Last Updated on November 27, 2020
Sir Philip Green’s retail empire Arcadia, which includes high-street fashion brands Topshop, Miss Selfridge and Dorothy Perkins, is reportedly on the brink of collapse.
13,000 jobs are now at risk after Sir Philip failed to secure a £30million loan from investors to help the business through Christmas.
Responding to a Sky News report that they were set to appoint administrators from Deloitte, the Arcadia Group said in a statement: ‘The forced closure of our stores for sustained periods as a result of the Covid-19 pandemic has had a material impact on trading across our businesses.
‘As a result, the Arcadia boards have been working on a number of contingency options to secure the future of the group’s brands. The brands continue to trade and our stores will be opening again in England and the Republic of Ireland as soon as the government Covid-19 restrictions are lifted next week.’
Susannah Streeter, senior investment and markets analyst at Hargreaves Lansdown, also told BBC, ‘Arcadia would be the biggest British corporate collapse of the pandemic if it does enter voluntary liquidation.
‘It would hollow out huge swathes of the High Street, if its huge footprint of stores were forced to close.’
The most likely option for Arcadia is a process called light-touch trading administration, whereby management retain control of the running of the business while administrators look for buyers for all or part of the company. This protects the business from creditors while administrators look for other options for the company’s future.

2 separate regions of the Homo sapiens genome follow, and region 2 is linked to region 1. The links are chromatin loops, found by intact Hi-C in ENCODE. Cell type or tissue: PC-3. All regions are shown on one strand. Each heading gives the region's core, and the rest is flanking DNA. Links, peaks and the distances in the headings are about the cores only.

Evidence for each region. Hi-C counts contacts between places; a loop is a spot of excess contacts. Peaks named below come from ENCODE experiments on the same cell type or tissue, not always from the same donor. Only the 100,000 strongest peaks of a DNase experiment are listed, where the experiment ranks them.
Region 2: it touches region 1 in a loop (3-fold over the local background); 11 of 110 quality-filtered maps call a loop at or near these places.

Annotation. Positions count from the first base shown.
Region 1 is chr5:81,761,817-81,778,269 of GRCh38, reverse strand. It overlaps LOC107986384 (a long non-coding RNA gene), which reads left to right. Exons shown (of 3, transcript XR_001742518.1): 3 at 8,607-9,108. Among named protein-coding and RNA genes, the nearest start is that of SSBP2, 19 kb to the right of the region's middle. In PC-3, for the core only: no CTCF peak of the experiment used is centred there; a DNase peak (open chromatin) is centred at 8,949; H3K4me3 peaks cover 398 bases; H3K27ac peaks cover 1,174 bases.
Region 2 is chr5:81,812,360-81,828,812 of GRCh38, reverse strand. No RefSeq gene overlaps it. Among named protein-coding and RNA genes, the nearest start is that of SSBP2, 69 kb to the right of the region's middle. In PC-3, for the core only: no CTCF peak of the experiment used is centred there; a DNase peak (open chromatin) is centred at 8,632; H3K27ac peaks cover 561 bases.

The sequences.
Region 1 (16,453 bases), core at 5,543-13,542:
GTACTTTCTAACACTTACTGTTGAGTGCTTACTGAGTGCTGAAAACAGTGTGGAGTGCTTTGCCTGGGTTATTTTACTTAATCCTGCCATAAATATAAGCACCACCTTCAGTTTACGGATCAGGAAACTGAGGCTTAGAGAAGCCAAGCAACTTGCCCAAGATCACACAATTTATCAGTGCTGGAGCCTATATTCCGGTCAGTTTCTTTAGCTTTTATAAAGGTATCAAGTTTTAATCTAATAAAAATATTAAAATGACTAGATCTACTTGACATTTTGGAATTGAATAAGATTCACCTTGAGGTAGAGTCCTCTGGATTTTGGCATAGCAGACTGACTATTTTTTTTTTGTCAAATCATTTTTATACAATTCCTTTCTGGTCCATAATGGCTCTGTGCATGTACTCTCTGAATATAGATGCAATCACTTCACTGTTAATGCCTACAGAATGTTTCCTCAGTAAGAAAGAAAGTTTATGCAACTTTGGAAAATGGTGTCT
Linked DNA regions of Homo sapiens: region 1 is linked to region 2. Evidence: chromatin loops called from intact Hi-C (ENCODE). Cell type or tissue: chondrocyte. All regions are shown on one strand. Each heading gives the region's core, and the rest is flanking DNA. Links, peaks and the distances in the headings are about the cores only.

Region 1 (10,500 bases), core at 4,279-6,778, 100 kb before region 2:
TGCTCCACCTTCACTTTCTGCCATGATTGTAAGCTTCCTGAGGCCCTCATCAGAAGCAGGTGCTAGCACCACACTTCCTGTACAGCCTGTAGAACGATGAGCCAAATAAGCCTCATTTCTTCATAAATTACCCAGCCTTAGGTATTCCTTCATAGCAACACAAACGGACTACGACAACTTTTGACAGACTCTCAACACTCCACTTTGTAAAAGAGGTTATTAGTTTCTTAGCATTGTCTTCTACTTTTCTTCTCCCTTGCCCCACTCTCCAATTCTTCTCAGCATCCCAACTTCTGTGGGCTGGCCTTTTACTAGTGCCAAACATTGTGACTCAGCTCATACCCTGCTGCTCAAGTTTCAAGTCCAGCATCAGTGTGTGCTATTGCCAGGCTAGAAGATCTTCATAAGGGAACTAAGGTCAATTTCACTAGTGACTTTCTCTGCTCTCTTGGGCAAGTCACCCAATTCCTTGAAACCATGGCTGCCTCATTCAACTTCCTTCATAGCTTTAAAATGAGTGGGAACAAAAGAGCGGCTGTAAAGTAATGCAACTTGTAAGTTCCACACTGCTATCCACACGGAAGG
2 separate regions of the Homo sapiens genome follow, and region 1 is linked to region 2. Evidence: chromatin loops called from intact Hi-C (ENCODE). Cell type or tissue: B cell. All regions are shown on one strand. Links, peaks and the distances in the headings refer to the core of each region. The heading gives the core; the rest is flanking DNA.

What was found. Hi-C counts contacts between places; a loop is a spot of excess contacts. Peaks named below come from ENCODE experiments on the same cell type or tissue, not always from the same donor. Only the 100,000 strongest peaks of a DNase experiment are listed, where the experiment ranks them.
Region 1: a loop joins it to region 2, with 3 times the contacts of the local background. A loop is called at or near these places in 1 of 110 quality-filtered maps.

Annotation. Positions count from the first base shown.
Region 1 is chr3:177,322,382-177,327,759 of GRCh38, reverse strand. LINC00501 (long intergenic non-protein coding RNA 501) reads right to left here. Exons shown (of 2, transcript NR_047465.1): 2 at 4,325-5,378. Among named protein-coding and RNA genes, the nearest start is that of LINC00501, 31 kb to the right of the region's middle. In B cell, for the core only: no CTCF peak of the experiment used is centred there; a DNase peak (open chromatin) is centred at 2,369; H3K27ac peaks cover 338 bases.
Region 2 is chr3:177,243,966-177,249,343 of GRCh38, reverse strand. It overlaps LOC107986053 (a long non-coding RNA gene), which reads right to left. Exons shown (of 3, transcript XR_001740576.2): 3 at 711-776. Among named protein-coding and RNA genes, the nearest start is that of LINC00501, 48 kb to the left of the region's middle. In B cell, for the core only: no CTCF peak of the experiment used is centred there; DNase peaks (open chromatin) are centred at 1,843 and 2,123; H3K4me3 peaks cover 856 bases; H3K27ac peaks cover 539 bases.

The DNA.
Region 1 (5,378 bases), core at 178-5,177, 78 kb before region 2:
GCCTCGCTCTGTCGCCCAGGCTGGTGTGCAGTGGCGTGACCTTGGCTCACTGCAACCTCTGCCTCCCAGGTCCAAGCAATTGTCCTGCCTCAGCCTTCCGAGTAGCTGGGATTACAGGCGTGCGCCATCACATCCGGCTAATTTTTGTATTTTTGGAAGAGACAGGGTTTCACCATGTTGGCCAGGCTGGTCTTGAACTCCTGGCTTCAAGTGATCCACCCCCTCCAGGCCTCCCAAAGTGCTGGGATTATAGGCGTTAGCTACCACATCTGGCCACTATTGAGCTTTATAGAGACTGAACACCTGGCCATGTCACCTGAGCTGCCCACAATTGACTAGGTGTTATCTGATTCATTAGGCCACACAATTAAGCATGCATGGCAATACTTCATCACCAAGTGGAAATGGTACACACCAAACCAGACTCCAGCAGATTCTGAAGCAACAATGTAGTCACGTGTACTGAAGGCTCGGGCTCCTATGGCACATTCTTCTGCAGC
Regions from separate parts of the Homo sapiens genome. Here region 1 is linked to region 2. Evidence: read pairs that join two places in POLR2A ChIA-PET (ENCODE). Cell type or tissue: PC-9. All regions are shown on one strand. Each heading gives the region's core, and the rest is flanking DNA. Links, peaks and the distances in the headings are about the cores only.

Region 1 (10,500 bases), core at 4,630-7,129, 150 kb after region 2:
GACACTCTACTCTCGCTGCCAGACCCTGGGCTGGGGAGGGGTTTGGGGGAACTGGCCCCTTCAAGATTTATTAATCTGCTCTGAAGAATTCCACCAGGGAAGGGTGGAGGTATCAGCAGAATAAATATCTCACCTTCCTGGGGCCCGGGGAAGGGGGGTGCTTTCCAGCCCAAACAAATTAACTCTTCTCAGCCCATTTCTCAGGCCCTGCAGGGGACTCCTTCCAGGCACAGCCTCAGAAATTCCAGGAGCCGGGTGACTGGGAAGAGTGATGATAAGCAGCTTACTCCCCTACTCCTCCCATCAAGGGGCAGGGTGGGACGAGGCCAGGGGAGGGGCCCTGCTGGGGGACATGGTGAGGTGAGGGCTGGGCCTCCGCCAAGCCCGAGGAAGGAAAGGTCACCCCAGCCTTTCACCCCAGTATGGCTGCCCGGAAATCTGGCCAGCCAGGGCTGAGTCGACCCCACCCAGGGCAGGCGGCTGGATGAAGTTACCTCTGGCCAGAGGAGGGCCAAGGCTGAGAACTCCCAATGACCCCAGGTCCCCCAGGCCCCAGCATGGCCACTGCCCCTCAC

After launching in the 1900s as a menswear business, Arcadia moved to include womenswear in the 1946 before Topshop was launched in the 1960s. Topman then launched in 1970 and the group continued to grow, acquiring Evans, Dorothy Perkins, Wallis, Miss Selfridge, Outfit and Burton over the next 30 years. Arcadia now operates around 500 standalone stores.
However the company has been struggling to keep up with fast-fashion digital competitions such as Boohoo and ASOS. Last June, it narrowly avoided administration through an agreement with creditors that involved 1,000 job losses and 50 store closures, while it announced 500 job losses at its head office in July this year.
The Covid-19 pandemic has also harmed the company, as non-essential shops in England have been forced to close for four weeks until 2 December following an even longer lockdown earlier this year.
Arcadia follows many other high-street retailers that have gone into administration, collapsed or declared bankruptcy this year. Oasis and Warehouse were snapped up by Boohoo in June, while Laura Ashley and Cath Kidston went into administration.